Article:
Based on a true story, this picture book shows the immense connection and love that can come from saving elephants. Lawrence Anthony and Francoise Malby owned an animal sanctuary, Thula Thula, in Africa. In 1999, they rescued a herd of wild elephants who were causing damage where they had been living. But it was not as simple as creating a space for the elephants and moving them in. The elephants were not sure they wanted to stay, and certainly didn’t want to be penned in. They made that clear after destroying their first enclosure and escaping. Lawrence and Francoise had to act quickly to avoid the elephants being slaughtered by hunters, so they called in the help of a helicopter, who found them and managed to move them back to Thula Thula. Lawrence decided to camp with the elephants, forming a bond with their matriarch, Nana. Once that happened, they were able to leave their enclosure and head into the full Thula Thula sanctuary with the other animals. They could visit the farmhouse whenever they wanted too. It was when tragedy struck though that the true connection to the elephants became clear.
This incredibly moving story shows the connection that can happened between human and animal, one that goes both directions through gentleness, protection and a deep understanding of one another’s value. The patience that Lawrence shows through the book is notable and is what allows him to bond with the herd. People who already love elephants will find new knowledge here about conservation, protection and how very intelligent they are.
The art feels like a series of prints, each created with watercolor, ink and printmaking. The colors are magnificent from the blues of late night to the dusty oranges of African day to the lush greens of Thula Thula itself. The elephants are drawn with real character, their hugeness and their emotions clear in each image.
A remarkable story worth enjoying with your own herd. Appropriate for ages 6-9.
This picture book biography of the great Nelson Mandela explores his adult life as first an attorney and then a prisoner and then president. Mandela defended people against the unjust White laws of apartheid that drove dark-skinned South Africans into impoverished communities and took away their rights. He joined the African National Congress, helping draft their Freedom Charter. Mandela was a leader in the fight for justice, soon arrested as an activist, tried and sent to Robben Island. Mandela was placed in a small, cold cell and separated from those he loved, allowed just one visitor in his first year and only two letters sent and received. But Mandela and others created ways to communicate and continue to learn. He saw ways to open the hearts of the guards in the prison, learning about their history as well as his own. Along the way, they gained more freedoms in the prison, eventually getting released as international pressure mounted. Mandela was elected President and formed a new multiracial government with new freedoms for everyone.
McDivitt shares in her Author’s Note that she was born in South Africa as a white person. Her background gives her an interesting lens of understanding from which to write a biography of Nelson Mandela. She does so with a real depth, allowing Mandela’s decades in prison to form a lot of the book and also focusing on the injustice of apartheid and its ramifications on its victims. Throughout her prose, she uses vivid imagery from South Africa that help readers better understand the impact and power of Mandela.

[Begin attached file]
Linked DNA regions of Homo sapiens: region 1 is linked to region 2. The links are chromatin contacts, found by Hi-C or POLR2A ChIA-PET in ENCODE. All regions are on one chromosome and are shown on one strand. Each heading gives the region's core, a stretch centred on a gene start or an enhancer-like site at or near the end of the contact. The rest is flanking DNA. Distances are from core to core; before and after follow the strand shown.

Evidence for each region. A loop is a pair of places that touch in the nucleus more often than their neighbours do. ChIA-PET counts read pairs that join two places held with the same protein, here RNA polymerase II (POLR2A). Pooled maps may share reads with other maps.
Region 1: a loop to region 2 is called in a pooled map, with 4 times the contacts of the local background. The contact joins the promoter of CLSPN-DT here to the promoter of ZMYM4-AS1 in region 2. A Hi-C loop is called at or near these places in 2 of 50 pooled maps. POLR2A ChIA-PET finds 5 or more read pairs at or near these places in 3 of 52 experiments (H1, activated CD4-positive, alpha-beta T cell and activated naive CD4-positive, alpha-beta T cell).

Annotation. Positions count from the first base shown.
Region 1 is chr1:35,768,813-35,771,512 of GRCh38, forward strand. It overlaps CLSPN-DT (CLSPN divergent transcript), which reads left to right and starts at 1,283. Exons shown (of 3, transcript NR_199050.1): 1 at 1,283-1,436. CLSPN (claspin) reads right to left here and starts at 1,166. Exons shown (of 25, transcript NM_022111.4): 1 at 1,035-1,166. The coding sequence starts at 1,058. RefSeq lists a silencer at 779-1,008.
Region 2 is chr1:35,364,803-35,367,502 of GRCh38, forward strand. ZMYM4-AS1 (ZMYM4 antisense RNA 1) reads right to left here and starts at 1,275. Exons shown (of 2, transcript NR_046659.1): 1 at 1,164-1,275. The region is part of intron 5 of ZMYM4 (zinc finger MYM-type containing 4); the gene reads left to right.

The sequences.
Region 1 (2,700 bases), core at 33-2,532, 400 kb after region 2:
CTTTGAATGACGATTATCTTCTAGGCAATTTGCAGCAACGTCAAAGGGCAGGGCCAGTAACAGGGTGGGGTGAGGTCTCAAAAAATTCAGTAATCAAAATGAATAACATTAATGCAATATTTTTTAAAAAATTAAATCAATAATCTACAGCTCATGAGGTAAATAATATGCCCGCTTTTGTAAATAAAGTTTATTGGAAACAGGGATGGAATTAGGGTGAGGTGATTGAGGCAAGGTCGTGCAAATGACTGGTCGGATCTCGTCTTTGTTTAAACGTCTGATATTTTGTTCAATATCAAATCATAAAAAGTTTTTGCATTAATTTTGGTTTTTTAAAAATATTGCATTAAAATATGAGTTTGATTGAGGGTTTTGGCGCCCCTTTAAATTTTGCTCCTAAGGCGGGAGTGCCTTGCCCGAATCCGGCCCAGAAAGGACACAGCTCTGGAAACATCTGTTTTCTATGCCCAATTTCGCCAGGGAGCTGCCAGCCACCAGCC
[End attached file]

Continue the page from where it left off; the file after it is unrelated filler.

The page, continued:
Palmer’s art beautifully captures Mandela throughout his adult life. From the days in prison to connecting with fellow prisoners and guards to eventually donning his signature vibrant tunics as President. The illustrations show the injustice of apartheid, the horrors of the prison, and the rise of Mandela as a world leader.
An important look at Mandela’s life and work. Appropriate for ages 7-10.
This picture book biography tells the life story of the first Black justice on the Supreme Court. It begins with Marshall changing his first name in second grade from Thoroughgood. From a child, Marshall knew that there were things that needed to change in the world around him, including segregation. Marshall discovered a love of the law and of debate in school, before heading to Lincoln University for college. He wanted to attend law school at the University of Maryland, but they did not admit Black students, so he attended Howard University, another Black college. As a young lawyer, Marshall won a case to allow a Black student to attend the University of Maryland. He worked on all sorts of civil rights cases with his most famous being arguing before the Supreme Court against school segregation and winning. He argued seven cases before the Supreme Court in his career, winning new rights for Black people along the way. Marshall was asked by JFK to become a judge and was himself sworn in as a member of the Supreme Court in 1967.
Magoon has created a focused and interesting biography for young readers in this nonfiction picture book. She takes a man of many accomplishments and highlights those of the most importance. By starting in his early years, she shows how a passion at a young age can become a career and a way to make a difference in our world. Her writing is insightful and fast moving, taking us through his career and personal life without her pace dragging at all.
Freeman’s illustrations focus on Marshall and the people around him. Even on the pages focused on his education, Marshall stays right in the center of the images rather than the university buildings. This focus on Marshall as a person centers the book visually, matching the text. The captures famous faces beyond Marshall’s in a recognizable yet simple way.